Opinion: Want to travel smart? Ditch the smartphone
One minute you’re a carefree traveller. The next, you’re treating your smartphone like an extra limb. Lonely Planet editor and tech addict Anita Isalska looks at the benefits of travelling off the grid.
I have a sixth sense for free wifi zones, gold-standard SIM-swapping skills, and I’ve been known to go ‘old-school’ and upload pictures at far-flung internet cafes.
I never thought I’d be this way. First it was a navigation app here, scanning for wifi there, harmless. But soon I was on to the harder stuff: tweeting each adventure, Instagramming food around the world, bumping elbows with exasperated travellers as I panned my phone to capture a panorama.
I could claim it’s generational or ‘essential for research’, but who am I kidding? I embraced connectedness, and technology-free travel soon became an alien concept. Do I ever switch off? Only to conserve battery power.
But in Greenland last week, staying at an isolated camp forced me to unplug. Glacier Lodge Eqi (glacierlodgeeqi.com) is a five-hour boat trip from Ilulissat, Greenland’s third-largest city. The camp overlooks a glacier that continually calves icebergs into the sea. The boat journey takes you close enough to hear the glacier groan as chunks of ice tumble into the water, in an explosion of frosty mist.
As you’d expect for such a remote spot, the camp has no phone signal, certainly no wifi, and barely any plug sockets to charge up your signal-less gadgets. For those who crave isolation, it’s a retreat to savour. For me, it was social media cold turkey.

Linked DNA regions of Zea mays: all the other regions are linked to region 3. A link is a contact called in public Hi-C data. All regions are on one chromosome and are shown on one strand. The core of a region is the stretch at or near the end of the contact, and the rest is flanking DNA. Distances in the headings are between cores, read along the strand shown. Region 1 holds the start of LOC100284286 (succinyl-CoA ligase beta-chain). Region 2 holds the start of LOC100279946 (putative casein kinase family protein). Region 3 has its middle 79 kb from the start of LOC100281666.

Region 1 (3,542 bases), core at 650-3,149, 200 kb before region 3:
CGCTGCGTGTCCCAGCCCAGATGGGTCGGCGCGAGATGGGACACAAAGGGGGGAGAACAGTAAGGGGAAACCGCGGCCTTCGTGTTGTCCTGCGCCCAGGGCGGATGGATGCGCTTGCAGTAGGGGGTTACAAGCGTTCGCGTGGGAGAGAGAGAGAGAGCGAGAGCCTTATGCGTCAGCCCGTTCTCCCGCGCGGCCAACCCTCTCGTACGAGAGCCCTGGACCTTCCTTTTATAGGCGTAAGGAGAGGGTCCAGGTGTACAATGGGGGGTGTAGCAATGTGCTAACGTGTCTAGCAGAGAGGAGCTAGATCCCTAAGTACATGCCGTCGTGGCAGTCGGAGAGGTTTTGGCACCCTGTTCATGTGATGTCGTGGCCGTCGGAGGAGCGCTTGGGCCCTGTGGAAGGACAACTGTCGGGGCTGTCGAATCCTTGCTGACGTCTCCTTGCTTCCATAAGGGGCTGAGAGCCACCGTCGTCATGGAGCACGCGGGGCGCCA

Travellers come to Eqi to hike past waterfalls and lagoons, but I arrived during a furious gale. Dramatic weather is routine in Greenland, even in summer, but this squall was so extreme we were advised not to stray far from camp. Walking even a short distance seemed to suck the air from our lungs. There was nothing to do but wait it out.
With seemingly endless hours and nowhere to go, conversation in the camp’s tiny cafe was soon abuzz with minute observations. The colour-change of the seawater from slate grey to jade. The angle of the waterfall was noted, calculations about likely wind speed jotted down for laughs. Glacier-watching became a gripping spectator sport. Travellers applauded if they spotted an especially large berg. A Danish-language spotter’s guide to Greenlandic birdlife became alarmingly well-thumbed, grouse pictures perused with interest.
Adjusting to this slower pace, it began to dawn on me: somewhere, somehow, social media had morphed into a reflex. I had believed I was capturing moments, but in reality my busy thumbs were inhibiting travel’s most profound pleasures. How fully can you appreciate a vast glacier or meadow of wildflowers when your brain is subconsciously selecting the right Instagram filter, or the perfect six seconds to film?
Had I found the antidote to hyper-connected travel? Or would these lessons all be erased with the first blip of a mobile signal, chiselled into 140 characters and forgotten?
Part of me knew I’d race for the nearest plug socket once I returned to Ilulissat. But staying on this lonely stretch of coast made me put down the phone and embrace isolation – and I know it won’t be the last time.Anita Isalska is a writer and editor based in Lonely Planet’s London office. Follow her on Twitter and Instagram.